BANGKOK: A Buddhist man beheaded in southern Thailand was among four people killed in a recent spike in violence blamed on Islamic insurgents there, police said yesterday.
The killing follows a bomb blast early yesterday that wounded three policemen and the gunning down on Sunday of three other people, including a former village head and a civil servant.
The decapitated body of Boonjan Saiphet, a 59-year-old plantation worker, was found in a fruit orchard in the Yaha district of Yala province. His head was found along a nearby roadside, Major Suthas Nookhong said.
A computer-printed note in red ink reading: You arrested innocent people, so I kill innocent people, was found on his body, Major Suthas said.
More than 690 people have been killed since January last year when a bloody attack on a military base triggered a violent uprising in Thailand's three southernmost provinces. Authorities have blamed separatist insurgents, organised crime and contraband smugglers for the violence.
The attacks originally targeted military and the police, but are now random and have claimed both Muslim and Buddhist civilians.
Yesterday's bombing in Narathiwat province targeted a park in the town of Sungai Golok, near an area popular with government officials and villagers for morning exercises.
The bomb was hidden inside a parked motorcycle, and was probably triggered by mobile phone, police said. They had no information on the condition of the three officers.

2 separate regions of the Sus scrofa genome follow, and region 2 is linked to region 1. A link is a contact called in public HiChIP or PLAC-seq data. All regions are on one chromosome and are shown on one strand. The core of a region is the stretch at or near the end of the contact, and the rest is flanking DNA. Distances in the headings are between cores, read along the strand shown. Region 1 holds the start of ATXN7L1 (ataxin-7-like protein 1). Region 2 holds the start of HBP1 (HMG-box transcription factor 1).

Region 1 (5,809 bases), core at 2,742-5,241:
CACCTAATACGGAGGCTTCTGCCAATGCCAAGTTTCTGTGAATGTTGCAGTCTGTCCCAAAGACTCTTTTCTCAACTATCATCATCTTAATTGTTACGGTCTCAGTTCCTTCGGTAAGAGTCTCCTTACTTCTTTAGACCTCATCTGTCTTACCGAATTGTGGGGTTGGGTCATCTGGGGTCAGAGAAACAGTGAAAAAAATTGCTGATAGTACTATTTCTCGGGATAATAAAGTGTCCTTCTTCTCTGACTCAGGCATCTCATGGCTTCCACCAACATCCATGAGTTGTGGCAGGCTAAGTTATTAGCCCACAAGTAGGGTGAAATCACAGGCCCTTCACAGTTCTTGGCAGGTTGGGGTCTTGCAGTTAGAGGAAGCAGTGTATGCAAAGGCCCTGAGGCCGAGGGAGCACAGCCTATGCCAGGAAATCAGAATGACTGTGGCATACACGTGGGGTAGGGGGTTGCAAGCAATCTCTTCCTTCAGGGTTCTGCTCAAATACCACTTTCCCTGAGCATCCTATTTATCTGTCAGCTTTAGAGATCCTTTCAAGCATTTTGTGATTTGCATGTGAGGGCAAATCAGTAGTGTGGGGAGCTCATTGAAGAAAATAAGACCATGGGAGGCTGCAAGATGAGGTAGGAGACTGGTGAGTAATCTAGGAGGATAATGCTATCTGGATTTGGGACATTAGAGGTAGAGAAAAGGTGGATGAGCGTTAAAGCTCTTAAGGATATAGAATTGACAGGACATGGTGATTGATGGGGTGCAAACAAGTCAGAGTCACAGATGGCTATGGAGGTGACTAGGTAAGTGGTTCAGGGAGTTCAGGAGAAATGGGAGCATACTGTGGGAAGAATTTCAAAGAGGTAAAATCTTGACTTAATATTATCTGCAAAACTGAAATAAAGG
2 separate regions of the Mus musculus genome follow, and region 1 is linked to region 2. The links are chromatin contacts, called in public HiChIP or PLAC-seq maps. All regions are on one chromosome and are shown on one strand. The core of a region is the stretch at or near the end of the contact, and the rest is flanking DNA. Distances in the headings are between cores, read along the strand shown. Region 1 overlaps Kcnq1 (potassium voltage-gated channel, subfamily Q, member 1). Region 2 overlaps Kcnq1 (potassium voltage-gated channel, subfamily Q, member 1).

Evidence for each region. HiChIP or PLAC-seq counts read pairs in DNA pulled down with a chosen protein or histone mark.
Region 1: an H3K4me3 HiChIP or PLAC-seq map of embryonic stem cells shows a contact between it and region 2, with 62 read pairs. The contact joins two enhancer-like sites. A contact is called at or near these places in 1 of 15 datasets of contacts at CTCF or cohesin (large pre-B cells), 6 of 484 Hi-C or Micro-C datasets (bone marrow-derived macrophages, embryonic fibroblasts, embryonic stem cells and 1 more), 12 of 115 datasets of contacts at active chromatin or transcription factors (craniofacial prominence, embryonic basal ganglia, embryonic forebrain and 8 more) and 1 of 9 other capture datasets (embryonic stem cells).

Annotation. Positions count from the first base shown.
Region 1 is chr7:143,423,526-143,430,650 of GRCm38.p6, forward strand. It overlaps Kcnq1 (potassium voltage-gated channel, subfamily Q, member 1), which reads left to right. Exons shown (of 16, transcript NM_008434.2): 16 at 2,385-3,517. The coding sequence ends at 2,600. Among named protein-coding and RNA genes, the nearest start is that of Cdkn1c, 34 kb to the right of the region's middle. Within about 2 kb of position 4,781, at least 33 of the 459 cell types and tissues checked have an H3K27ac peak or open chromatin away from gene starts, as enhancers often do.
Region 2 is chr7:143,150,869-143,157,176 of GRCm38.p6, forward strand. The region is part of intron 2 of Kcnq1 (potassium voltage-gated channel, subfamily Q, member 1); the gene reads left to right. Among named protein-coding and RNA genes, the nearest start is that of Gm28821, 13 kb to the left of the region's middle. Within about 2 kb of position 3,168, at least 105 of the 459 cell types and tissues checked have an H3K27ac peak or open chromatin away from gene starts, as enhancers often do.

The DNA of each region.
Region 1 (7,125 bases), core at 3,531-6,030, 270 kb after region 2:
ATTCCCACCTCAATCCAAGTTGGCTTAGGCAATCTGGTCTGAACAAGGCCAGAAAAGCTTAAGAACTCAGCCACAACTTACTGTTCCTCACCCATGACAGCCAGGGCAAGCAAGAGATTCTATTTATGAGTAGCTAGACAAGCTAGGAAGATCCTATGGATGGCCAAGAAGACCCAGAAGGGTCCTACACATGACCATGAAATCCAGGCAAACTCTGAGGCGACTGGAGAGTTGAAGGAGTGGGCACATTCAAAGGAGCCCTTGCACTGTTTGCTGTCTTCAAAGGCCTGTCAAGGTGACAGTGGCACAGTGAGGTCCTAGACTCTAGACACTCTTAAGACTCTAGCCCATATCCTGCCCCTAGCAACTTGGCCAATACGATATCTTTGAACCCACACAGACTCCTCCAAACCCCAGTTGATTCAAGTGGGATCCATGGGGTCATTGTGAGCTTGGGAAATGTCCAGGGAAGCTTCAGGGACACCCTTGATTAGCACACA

On Sunday, two gunmen on motorcycle shot dead a former village headman in Pattani's Yarang district as he was going to a teashop, police said.
In a separate incident, two more gunmen stormed into a shop in Sungai Padi district in Narathiwat and killed Waesama-ae Useng, the chairman of the Toh Deng Tombon local government council. Useng's brother, Waehama, was also killed.
The shootings are under investigation, and could be linked to the insurgency, police said.
Untangling the motives be-hind killings in the mostly Muslim provinces along the Malaysian border has proved complex, as organised crime and smuggling rings use the unrest to cover their own activities.
Thai officials again sought to allay fears that the unrest could be linked to international Islamic extremists, insisting that the problem was entirely domestic, after Prime Minister Thaksin Shinawatra met with visiting US Defence Secretary Donald Rumsfeld yesterday.
The unrest was not terrorism, just our domestic problem, Thai Defence Minister Thammarak Issarangkura Na Ayutthaya said.
The latest killings came as a team from the world's largest Muslim group, the Organisation of the Islamic Conference, was visiting the area to assess the violence there. AFP
We're sorry, this article is unavailable at the moment. If you wish to read this article, kindly contact our Customer Service team at 1-300-88-7827. Thank you for your patience - we're bringing you a new and improved experience soon!